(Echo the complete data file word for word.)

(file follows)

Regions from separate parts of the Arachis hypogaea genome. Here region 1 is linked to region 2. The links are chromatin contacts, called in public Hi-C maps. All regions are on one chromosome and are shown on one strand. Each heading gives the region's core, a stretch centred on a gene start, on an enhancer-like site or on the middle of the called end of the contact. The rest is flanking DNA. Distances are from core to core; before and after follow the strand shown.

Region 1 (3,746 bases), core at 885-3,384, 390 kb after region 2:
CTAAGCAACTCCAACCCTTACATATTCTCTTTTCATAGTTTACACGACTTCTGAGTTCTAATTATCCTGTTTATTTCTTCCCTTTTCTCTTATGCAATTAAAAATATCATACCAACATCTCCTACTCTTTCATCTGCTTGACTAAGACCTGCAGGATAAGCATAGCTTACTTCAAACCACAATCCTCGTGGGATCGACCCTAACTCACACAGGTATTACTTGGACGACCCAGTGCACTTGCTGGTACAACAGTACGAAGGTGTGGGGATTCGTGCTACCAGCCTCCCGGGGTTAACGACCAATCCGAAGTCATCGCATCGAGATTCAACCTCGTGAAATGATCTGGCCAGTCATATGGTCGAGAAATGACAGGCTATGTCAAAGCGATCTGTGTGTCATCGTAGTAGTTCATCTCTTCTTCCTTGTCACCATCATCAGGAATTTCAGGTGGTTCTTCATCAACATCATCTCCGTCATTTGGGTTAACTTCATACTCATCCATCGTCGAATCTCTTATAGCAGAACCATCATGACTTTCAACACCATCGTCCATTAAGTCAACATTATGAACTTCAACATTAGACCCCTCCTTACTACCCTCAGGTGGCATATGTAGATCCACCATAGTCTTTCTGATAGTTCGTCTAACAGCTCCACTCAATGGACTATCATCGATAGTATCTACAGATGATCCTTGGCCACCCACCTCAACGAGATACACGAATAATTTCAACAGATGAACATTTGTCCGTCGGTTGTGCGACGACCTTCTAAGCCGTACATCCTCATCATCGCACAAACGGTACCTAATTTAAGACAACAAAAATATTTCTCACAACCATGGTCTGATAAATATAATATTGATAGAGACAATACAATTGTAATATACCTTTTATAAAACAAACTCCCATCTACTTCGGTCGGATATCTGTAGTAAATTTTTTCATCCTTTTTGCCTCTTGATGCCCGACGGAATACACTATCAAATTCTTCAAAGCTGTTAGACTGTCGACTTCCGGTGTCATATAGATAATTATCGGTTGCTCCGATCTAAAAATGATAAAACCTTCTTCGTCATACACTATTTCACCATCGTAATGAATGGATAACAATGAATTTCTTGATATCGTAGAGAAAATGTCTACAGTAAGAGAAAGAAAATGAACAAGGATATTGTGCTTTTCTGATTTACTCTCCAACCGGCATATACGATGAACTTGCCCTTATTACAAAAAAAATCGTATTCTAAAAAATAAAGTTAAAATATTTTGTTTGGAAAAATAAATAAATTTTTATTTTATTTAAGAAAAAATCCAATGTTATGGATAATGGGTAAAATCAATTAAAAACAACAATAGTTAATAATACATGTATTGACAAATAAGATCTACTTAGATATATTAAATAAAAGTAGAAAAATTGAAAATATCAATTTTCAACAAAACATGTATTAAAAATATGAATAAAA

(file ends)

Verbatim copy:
Regions from separate parts of the Arachis hypogaea genome. Here region 1 is linked to region 2. The links are chromatin contacts, called in public Hi-C maps. All regions are on one chromosome and are shown on one strand. Each heading gives the region's core, a stretch centred on a gene start, on an enhancer-like site or on the middle of the called end of the contact. The rest is flanking DNA. Distances are from core to core; before and after follow the strand shown.

Region 1 (3,746 bases), core at 885-3,384, 390 kb after region 2:
CTAAGCAACTCCAACCCTTACATATTCTCTTTTCATAGTTTACACGACTTCTGAGTTCTAATTATCCTGTTTATTTCTTCCCTTTTCTCTTATGCAATTAAAAATATCATACCAACATCTCCTACTCTTTCATCTGCTTGACTAAGACCTGCAGGATAAGCATAGCTTACTTCAAACCACAATCCTCGTGGGATCGACCCTAACTCACACAGGTATTACTTGGACGACCCAGTGCACTTGCTGGTACAACAGTACGAAGGTGTGGGGATTCGTGCTACCAGCCTCCCGGGGTTAACGACCAATCCGAAGTCATCGCATCGAGATTCAACCTCGTGAAATGATCTGGCCAGTCATATGGTCGAGAAATGACAGGCTATGTCAAAGCGATCTGTGTGTCATCGTAGTAGTTCATCTCTTCTTCCTTGTCACCATCATCAGGAATTTCAGGTGGTTCTTCATCAACATCATCTCCGTCATTTGGGTTAACTTCATACTCATCCATCGTCGAATCTCTTATAGCAGAACCATCATGACTTTCAACACCATCGTCCATTAAGTCAACATTATGAACTTCAACATTAGACCCCTCCTTACTACCCTCAGGTGGCATATGTAGATCCACCATAGTCTTTCTGATAGTTCGTCTAACAGCTCCACTCAATGGACTATCATCGATAGTATCTACAGATGATCCTTGGCCACCCACCTCAACGAGATACACGAATAATTTCAACAGATGAACATTTGTCCGTCGGTTGTGCGACGACCTTCTAAGCCGTACATCCTCATCATCGCACAAACGGTACCTAATTTAAGACAACAAAAATATTTCTCACAACCATGGTCTGATAAATATAATATTGATAGAGACAATACAATTGTAATATACCTTTTATAAAACAAACTCCCATCTACTTCGGTCGGATATCTGTAGTAAATTTTTTCATCCTTTTTGCCTCTTGATGCCCGACGGAATACACTATCAAATTCTTCAAAGCTGTTAGACTGTCGACTTCCGGTGTCATATAGATAATTATCGGTTGCTCCGATCTAAAAATGATAAAACCTTCTTCGTCATACACTATTTCACCATCGTAATGAATGGATAACAATGAATTTCTTGATATCGTAGAGAAAATGTCTACAGTAAGAGAAAGAAAATGAACAAGGATATTGTGCTTTTCTGATTTACTCTCCAACCGGCATATACGATGAACTTGCCCTTATTACAAAAAAAATCGTATTCTAAAAAATAAAGTTAAAATATTTTGTTTGGAAAAATAAATAAATTTTTATTTTATTTAAGAAAAAATCCAATGTTATGGATAATGGGTAAAATCAATTAAAAACAACAATAGTTAATAATACATGTATTGACAAATAAGATCTACTTAGATATATTAAATAAAAGTAGAAAAATTGAAAATATCAATTTTCAACAAAACATGTATTAAAAATATGAATAAAA